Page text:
Hope, or Whatever: Election Night Thoughts

Bunchs Lunchbox  |  11/06/2012

It’s Election Night 2012 and I’m pacing around my house nervously, feeling like I swallowed a racquet ball. I tried getting some work done, but it was useless. I kept getting distracted by political posts and news articles on Facebook and Twitter, getting sucked in from one to the next about reports of fraud, faulty machines, speculation from this state and that. At one point, I even got so jittery and disgruntled that I Tweeted “I heard @PaulRyanVP is so nervous he skinned and ate a live baby #election2012.” This was right before the pizza guy showed up, and when I heard a knock at the door a few minutes later, I half-expected to be hauled straight into the back of a black SUV. But, it was all coming down to the very earth that I was pacing atop and Tweeting from Ohio.

Being born a Michigander, my allegiance to the state was fleeting when I first moved here in 2005, but it grew on me quickly. In part, once you’ve weathered a few elections in Ohio, it’s hard not to let election night consume you. It’s almost as if the Civil War never really stopped, it just condensed itself into “the heart of it all.” The state is widely and almost mythically split between hard-core unionist liberal lefties and racist, tax-hating homophobes. I know it’s PC to call spades shovels now but that’s the truth. Regardless of which side you land on, it’s nerve-racking to live in a state where you distrust most of your fellow populace.

As soon as the polls closed at 7:30 p.m., my stomach knotted up. I ate pizza, felt sick, laid down, stood up, chain smoked, and became so frazzled and antsy I wound up drinking two beers at the same time, misplacing one in the kitchen, and finding the other in the living room. At about 8:30, I started checking the results on various websites, NPR, Al Jazeera, Twitter … careful to avoid the ones I most distrusted.

The funny thing about all this was that I’d spent the better half of this past administration like most Americans: confused, annoyed, frustrated, skeptical, and distrustful of the American political system. I don’t need to explain, I think, in general, people agree that our political engine has had an alarming knock for quite some time. In this state of fervor, I have frequently espoused my belief over the past four years that the game is rigged, that it doesn’t matter, that there is an agenda beyond the presidency and public input that has little to do with the sports show of election seasons. I still believe this. But, in my slightly panicked state, constantly looking for my lost High Life and butting back Marlboro Reds, I’ve realized something. I’m not jaded. I still care.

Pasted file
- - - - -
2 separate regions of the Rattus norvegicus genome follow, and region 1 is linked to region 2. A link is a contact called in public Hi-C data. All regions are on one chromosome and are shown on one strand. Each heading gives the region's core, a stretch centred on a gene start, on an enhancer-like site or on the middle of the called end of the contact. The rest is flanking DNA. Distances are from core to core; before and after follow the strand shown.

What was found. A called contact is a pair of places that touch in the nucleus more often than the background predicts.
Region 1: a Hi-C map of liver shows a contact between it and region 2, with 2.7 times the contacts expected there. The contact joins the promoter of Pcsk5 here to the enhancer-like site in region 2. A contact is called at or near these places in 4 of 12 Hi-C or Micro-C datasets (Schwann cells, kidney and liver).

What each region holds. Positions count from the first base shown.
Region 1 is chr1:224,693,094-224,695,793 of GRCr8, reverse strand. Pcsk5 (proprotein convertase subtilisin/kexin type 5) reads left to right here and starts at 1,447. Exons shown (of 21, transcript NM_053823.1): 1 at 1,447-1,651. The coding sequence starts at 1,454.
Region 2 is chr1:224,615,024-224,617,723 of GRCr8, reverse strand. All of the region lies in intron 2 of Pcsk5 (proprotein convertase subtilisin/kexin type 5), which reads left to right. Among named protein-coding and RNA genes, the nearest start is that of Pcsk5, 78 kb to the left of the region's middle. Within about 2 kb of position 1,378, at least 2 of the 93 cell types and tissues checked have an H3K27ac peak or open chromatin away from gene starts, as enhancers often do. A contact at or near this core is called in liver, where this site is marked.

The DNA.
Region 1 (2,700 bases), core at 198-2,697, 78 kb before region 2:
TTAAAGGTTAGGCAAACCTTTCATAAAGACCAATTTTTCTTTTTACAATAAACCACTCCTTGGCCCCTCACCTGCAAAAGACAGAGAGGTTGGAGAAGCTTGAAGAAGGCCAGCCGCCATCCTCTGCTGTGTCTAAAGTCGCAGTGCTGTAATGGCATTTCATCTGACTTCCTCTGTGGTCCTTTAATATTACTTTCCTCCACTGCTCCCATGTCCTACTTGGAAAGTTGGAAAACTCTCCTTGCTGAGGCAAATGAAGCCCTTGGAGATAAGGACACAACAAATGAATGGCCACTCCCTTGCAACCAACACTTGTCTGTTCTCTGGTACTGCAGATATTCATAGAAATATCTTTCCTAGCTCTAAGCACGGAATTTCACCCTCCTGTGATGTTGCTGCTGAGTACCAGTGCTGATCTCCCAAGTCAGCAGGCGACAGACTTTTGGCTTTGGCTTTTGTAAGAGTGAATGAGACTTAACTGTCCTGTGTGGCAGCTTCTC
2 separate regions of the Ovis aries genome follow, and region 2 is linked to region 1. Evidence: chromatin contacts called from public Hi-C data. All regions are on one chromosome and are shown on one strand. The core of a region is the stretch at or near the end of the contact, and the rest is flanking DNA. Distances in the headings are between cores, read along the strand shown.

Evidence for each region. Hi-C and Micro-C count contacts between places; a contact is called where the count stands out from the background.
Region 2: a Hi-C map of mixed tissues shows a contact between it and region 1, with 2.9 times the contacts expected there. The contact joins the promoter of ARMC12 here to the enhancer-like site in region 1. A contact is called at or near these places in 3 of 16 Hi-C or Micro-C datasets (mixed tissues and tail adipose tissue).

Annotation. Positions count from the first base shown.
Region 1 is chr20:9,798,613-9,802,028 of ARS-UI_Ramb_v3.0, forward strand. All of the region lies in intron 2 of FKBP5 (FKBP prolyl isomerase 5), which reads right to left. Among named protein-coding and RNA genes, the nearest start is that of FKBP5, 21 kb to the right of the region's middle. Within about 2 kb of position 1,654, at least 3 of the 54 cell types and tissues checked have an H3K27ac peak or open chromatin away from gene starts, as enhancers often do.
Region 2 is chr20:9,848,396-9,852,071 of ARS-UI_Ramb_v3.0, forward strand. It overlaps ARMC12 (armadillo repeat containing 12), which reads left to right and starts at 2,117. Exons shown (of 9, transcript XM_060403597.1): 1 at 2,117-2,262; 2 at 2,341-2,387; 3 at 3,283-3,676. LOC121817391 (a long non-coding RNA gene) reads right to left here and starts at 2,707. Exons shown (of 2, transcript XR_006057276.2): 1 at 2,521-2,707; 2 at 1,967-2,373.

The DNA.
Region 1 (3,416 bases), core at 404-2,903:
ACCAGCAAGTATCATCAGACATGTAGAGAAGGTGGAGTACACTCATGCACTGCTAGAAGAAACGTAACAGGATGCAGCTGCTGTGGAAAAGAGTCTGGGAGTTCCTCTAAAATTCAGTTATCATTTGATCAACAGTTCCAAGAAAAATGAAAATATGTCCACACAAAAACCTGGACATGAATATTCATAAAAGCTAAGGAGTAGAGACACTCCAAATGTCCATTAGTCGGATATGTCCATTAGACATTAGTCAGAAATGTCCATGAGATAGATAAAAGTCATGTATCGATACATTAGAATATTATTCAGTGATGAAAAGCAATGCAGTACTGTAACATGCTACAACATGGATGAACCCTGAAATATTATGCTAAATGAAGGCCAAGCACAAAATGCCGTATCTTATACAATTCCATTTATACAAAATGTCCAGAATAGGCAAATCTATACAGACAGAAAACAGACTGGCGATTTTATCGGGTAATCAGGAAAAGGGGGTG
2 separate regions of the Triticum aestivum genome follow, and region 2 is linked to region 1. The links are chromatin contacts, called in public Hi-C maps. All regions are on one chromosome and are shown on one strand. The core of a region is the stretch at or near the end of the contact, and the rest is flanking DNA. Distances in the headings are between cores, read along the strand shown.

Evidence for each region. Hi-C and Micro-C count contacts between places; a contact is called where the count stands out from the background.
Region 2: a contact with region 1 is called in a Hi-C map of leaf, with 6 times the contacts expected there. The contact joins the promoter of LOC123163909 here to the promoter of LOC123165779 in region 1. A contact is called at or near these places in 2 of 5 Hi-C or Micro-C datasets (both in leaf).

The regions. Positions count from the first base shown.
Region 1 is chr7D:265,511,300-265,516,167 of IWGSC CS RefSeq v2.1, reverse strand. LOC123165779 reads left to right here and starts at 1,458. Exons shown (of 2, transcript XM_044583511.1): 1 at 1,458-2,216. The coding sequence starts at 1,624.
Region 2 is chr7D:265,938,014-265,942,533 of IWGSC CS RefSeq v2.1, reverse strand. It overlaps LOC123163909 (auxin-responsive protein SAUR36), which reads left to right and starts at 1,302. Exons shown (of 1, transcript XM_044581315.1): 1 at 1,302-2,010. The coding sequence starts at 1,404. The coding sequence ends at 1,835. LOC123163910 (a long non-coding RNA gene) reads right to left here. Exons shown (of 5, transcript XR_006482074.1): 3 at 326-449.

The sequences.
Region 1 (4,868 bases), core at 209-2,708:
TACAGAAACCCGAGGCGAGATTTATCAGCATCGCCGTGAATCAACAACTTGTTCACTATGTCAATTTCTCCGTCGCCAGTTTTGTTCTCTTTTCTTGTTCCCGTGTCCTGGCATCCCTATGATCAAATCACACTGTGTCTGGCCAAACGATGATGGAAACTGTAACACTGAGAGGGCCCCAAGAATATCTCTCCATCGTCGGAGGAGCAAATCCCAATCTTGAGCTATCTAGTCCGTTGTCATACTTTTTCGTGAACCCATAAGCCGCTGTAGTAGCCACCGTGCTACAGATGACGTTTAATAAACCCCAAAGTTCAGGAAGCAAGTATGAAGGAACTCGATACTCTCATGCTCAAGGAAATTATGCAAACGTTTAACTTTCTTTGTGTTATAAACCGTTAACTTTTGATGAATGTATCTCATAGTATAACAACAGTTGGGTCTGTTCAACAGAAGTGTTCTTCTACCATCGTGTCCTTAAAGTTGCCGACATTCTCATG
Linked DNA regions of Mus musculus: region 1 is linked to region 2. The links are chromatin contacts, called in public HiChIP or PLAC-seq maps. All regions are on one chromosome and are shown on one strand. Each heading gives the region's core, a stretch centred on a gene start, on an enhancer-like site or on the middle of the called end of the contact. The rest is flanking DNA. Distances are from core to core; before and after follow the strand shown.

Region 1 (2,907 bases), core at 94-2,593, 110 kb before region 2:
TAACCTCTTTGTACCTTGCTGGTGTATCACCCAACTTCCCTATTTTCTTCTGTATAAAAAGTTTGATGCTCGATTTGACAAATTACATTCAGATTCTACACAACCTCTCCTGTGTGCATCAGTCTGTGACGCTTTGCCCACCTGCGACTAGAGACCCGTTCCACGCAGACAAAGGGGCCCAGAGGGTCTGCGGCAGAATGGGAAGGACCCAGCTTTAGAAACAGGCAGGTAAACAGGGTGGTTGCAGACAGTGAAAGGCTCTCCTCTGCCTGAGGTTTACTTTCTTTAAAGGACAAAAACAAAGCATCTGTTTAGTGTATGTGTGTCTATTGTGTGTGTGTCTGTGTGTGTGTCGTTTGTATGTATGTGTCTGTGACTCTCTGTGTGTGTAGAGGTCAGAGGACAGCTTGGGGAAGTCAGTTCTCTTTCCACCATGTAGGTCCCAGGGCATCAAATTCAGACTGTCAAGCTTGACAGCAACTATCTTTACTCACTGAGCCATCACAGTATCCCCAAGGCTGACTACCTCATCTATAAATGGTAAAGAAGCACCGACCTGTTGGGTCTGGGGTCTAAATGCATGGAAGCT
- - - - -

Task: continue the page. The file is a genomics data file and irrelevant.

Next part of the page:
I strongly support the addition of 3rd, 4th, 5th, hell, even 10th party candidates to our national discourse, and I have vowed that after this election, I’ll never vote for another two-party candidate (read, Democrat or Republican) again. We’ll see how closely I’ll stand by that. To be honest, I’m not even sure I believe me. But, for the first time in a long time, or at least it feels like it, I am willing to admit that the presidential election does matter. That I do care who wins.

This might seem obvious, even idiotic, to most. To me, however, it felt like a revelation. Despite how much I disagree with the pre-prescribed politics of the American government, and despite how let down I am by some of Barack Obama’s policies, rhetoric, and votes I don’t fucking want Mitt Romney to become president of the good ol’ U S of A. And, while I know the American people are ultimately in for a good shellacking, Obama is at least like a thick motor oil that’ll settle the tick long enough to get the car looked at. (Please excuse any inferring to his blackness from that last statement).

I’m not sure how the thing’ll pan out tonight, or if we’ll even know tonight. I don’t know what’s up anyone’s sleeve for the next four years. And, maybe it’s just the glamor and glitz and excitement of the night maybe I’ll feel different in the morning but right now, I am reminded of how dangerous apathy can be. That even if people get riled up, sick with nervousness, and even if they become spiteful and hateful toward their fellow citizens because of differences in political opinion and societal goals that passion is a good thing. It means people care, that they’re thinking (even if they’re wrong or misguided), and that there is, if you’ll excuse the loaded word, hope. Regardless of your political persuasion, if you stay active and involved, if you care one year from now as much as you do tonight, things can change. Except for all that CIA stuff. That’s probally not going anywhere. I’m reminding myself as I smoke: Ryan, don’t let apathy take you. After all look what it did for grunge music! Now, if you’ll excuse me, I’ve got to go puke up my nerves and find my beers.